First published in Cape Times 8 June 2010

The epitome of beauty and grace, worldly, funny, and possessing a deep artistic sensibility, are just some of the attributes ascribed to the late Shelagh Holliday by her colleagues and friends.   Shelagh Holliday; actress, wife, mother, grandmother and friend to many, passed away on 28 May.  At age 79 one could say she had a great innings.  Holliday is fondly remembered for her roles in Noel Coward’s Fallen Angels, Eugene O’Neill’s Long Day’s Journey Into Night, Athol Fugard’s A Lesson From The Aloes, as well as Hay Fever by Noël Coward, and many more.   During her illustrious career she raked in no less than three Best Actress Awards and twenty-two nominations for her performances.

South African born Holliday trained at the Royal Academy of Music in London until 1952, and she married her husband, Robin Holliday, in 1953.  She was a voice teacher before finally landing her first leading role at the age of 35.  Her closest friend and fellow actress Diane Wilson remembers this fondly, “Shelagh was very elegant and very tall and her career did not really take off until later, because in those days all the young parts were given to women who were around 5 feet tall, even in London and New York, they were tiny girls,” Wilson recalls. “So she started to get decent parts reasonably late in life.”   Wilson who is a consummate actress herself, she has scooped numerous Best Actress and Fleur du Cap Awards and even a Lifetime Achievement Award, lovingly recollects Holliday as a mentor, a role model and a sister. “I first met Shelagh when we were in a production of Taubie Kushlick’s, The Women, by Clare Booth Luce in 1960 in Johannesburg,” says Wilson, “However, we became really close in 1966 when we discovered we were both pregnant; me with my son Matthew and Shelagh with her daughter Cassandra, Cassi.  Our babies were born within weeks of each other.  After that we were inseparable; as were our children. Matthew has since named his daughter Cassi.” 

The two women naturally gravitated towards each other as they discovered they had similar tastes in theatre and books, and also similar values. “She had the most beautiful voice,” remembers Wilson. “Voice was very important in those days. Nowadays they want you to mumble on television otherwise they say it sounds too theatrical.”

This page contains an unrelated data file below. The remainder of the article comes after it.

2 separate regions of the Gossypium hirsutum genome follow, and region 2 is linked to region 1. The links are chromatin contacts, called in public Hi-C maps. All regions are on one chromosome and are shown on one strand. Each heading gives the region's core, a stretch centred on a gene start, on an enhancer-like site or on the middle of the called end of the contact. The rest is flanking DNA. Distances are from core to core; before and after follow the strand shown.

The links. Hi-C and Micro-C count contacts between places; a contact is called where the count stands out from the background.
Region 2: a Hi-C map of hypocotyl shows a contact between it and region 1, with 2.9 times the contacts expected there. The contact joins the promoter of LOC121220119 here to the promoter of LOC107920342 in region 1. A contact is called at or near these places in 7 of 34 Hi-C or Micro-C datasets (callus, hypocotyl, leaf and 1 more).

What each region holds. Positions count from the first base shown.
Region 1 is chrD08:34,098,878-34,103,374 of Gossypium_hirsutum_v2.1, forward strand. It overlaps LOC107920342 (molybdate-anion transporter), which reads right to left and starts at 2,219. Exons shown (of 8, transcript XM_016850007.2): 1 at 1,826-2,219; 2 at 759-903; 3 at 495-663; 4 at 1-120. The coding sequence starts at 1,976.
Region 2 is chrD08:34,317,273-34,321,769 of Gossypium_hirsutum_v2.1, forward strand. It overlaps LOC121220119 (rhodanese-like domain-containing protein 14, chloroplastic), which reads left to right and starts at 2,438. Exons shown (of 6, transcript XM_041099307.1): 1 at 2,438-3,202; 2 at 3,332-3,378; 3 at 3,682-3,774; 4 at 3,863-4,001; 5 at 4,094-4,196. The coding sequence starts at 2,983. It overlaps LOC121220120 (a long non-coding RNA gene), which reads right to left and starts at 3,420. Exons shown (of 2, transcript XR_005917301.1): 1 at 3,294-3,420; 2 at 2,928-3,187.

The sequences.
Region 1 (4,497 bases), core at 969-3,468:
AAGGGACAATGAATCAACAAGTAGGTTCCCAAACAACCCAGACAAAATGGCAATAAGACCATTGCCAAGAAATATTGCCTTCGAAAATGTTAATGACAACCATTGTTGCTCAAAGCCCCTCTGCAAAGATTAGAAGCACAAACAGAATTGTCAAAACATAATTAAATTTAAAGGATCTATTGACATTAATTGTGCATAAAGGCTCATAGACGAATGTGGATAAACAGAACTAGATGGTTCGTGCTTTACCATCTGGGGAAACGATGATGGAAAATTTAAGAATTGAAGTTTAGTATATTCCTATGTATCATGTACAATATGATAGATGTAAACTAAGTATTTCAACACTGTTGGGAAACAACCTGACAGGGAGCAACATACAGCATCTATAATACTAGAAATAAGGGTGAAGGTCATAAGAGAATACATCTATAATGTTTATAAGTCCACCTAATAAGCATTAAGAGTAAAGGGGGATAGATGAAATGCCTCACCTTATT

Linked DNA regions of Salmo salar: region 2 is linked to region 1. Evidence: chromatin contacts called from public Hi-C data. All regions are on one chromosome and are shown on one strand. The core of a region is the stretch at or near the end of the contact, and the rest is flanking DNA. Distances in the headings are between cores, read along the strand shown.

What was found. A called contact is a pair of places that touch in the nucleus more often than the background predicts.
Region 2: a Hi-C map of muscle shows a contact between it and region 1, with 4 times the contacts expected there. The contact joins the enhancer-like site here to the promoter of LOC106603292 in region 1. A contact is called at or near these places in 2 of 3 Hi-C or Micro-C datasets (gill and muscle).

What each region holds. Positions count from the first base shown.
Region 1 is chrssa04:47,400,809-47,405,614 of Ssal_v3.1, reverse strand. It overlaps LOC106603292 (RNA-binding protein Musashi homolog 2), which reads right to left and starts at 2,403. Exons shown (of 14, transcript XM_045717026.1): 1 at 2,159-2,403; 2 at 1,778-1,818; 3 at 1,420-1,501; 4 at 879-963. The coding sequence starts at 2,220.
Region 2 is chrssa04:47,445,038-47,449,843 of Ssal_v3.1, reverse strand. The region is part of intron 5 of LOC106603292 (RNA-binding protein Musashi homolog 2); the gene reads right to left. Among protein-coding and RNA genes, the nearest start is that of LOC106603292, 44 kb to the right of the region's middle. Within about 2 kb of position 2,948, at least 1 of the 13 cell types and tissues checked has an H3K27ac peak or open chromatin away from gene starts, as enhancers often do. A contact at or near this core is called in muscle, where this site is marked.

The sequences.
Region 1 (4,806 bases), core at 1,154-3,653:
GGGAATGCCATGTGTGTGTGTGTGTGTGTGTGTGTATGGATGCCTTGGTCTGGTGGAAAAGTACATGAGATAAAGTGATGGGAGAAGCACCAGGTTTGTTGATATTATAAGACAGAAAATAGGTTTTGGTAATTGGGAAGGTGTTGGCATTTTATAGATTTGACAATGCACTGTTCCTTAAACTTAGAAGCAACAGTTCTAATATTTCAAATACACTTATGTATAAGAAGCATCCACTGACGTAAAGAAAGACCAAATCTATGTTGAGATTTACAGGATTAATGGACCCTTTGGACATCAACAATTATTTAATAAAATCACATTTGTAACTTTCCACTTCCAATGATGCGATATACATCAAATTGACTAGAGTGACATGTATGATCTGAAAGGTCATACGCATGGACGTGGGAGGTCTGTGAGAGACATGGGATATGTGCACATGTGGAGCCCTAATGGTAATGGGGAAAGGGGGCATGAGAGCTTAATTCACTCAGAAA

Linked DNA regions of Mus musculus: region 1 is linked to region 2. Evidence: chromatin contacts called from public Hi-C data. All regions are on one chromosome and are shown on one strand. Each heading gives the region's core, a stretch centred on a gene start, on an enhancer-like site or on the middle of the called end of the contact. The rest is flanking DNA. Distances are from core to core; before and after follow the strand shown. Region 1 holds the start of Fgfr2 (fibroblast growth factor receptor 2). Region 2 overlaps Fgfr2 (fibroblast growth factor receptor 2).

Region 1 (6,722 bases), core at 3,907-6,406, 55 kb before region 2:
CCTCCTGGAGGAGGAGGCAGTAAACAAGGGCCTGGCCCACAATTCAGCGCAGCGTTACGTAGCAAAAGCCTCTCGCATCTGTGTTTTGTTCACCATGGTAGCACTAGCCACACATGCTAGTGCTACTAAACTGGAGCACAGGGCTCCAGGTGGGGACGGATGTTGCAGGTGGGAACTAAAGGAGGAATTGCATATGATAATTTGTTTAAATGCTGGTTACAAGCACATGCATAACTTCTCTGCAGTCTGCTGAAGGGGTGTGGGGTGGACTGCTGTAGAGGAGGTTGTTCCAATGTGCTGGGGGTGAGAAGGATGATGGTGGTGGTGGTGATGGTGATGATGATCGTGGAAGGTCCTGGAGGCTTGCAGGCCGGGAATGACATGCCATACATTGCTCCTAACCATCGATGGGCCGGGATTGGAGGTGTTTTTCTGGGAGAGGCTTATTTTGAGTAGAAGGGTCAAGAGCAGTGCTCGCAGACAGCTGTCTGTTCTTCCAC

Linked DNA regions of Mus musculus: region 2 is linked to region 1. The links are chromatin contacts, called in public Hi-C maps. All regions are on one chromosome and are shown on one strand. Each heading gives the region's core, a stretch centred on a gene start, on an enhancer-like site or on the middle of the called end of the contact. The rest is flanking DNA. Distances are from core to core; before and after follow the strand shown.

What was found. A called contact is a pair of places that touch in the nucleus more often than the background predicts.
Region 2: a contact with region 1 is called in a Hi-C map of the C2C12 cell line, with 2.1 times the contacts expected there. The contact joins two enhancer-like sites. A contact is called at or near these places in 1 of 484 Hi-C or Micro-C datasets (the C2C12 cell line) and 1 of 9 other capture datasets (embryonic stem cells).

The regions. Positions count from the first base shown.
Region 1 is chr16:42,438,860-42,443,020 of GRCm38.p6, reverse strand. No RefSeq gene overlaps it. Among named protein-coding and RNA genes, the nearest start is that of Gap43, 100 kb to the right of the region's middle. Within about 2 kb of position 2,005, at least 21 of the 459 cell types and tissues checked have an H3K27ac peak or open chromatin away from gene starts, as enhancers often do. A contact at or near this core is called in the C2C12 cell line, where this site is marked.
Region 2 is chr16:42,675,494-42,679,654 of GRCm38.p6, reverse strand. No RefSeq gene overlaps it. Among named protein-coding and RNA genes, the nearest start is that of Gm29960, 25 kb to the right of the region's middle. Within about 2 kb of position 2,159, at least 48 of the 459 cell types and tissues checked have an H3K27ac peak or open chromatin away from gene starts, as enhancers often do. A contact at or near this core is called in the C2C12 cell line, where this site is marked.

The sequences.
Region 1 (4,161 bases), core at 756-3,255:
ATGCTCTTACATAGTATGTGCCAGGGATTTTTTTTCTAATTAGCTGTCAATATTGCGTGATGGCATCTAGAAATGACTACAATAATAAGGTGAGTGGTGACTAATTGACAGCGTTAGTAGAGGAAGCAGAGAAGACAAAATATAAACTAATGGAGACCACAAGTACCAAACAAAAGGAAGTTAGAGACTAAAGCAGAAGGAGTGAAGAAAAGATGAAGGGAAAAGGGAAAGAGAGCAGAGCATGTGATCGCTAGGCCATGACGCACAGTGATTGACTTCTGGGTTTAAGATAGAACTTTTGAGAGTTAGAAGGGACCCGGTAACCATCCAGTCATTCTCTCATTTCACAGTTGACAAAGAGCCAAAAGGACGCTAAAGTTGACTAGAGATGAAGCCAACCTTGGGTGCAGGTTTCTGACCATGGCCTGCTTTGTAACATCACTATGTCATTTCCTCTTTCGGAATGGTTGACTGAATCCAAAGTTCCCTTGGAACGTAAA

Wilson recalls a magical time with Shelagh when they were both cast by Michael Atkinson in Fallen Angels in 1982. “We played so wonderfully against each other in Coward’s famous play,” Wilson recalls. “The play is delightfully witty, bitchy, and stylish and since we shared the same sense of humour we had a great time.  Of Holliday’s theatrical skills Wilson says, “There is no-one like her.  She was completely distinctive.  She had a high camp quality in comedy and she was heartbreaking in tragedy.”

According to Wilson, Holliday had a perfect life. “And a perfect husband with four perfect children as well as the career that she wanted.”  Today Shelagh’s four children are very successful in their own right having followed careers as varied as an MBA businessman in the States, an Osteopath in London, a doctor in Bryanston, Johannesburg and a poet, with three of her own children, in England. 

Some of Holliday’s awards and nominations include her performances in Eugene O’Neill’s Long Day’s Journey into Night, and A Lesson from the Aloes at the National Theatre in London.  For the latter she was nominated Best Actress by the Society of West End Theatre Awards as well as by The Laurence Olivier Awards.  She also won the South African REPS Best Actress award for the same part.

Holliday scooped Best Actress awards for her work in The Secretary Bird, which was awarded by the Gallery Club, and Separate Tables which was awarded by the Critics’ Circle. 

Diane Wilson and Shelagh Holliday in Fallen Angels in 1982, costume design by Dicky Longhurst - Copy

Murray McGibbon, Professor of Theatre at the Indiana University, agrees with Wilson when he says, “Essentially a private, family orientated woman, Shelagh’s career could have soared to considerable international heights had she not been so devoted to her late husband Robin and her children, Mark, Shaun, Cassy and Kerry.” Having worked closely with Holliday, McGibbon says, “She was a director’s dream in that she took what I gave her and brought back to the rehearsal room something beyond anything I was ever capable of inculcating or suggesting.  She was hugely inventive and creative – a very ‘giving’ actress.”
Dicky Longhurst who designed Holliday and Wilson’s dresses for Fallen Angels, remembers Holliday as, ‘gracious, beautiful, kind, generous and stylish -my Kate Hepburn.”

Diane Wilson has created a Facebook memorial page for Holliday.  Poignant and humorous,   anecdotes, photos and memories of a woman who fiercely embraced life and all in it are pouring into the page.  Tessa Holliday has the last say, “She has always been my inspiration and will remain so until I die.  Shelagh was an amazing grandmother to me and I can’t believe I will never again sit and watch Singing in the Rain with her.  I know that I will never forget her, and I hope that no-one else will either.”
The End

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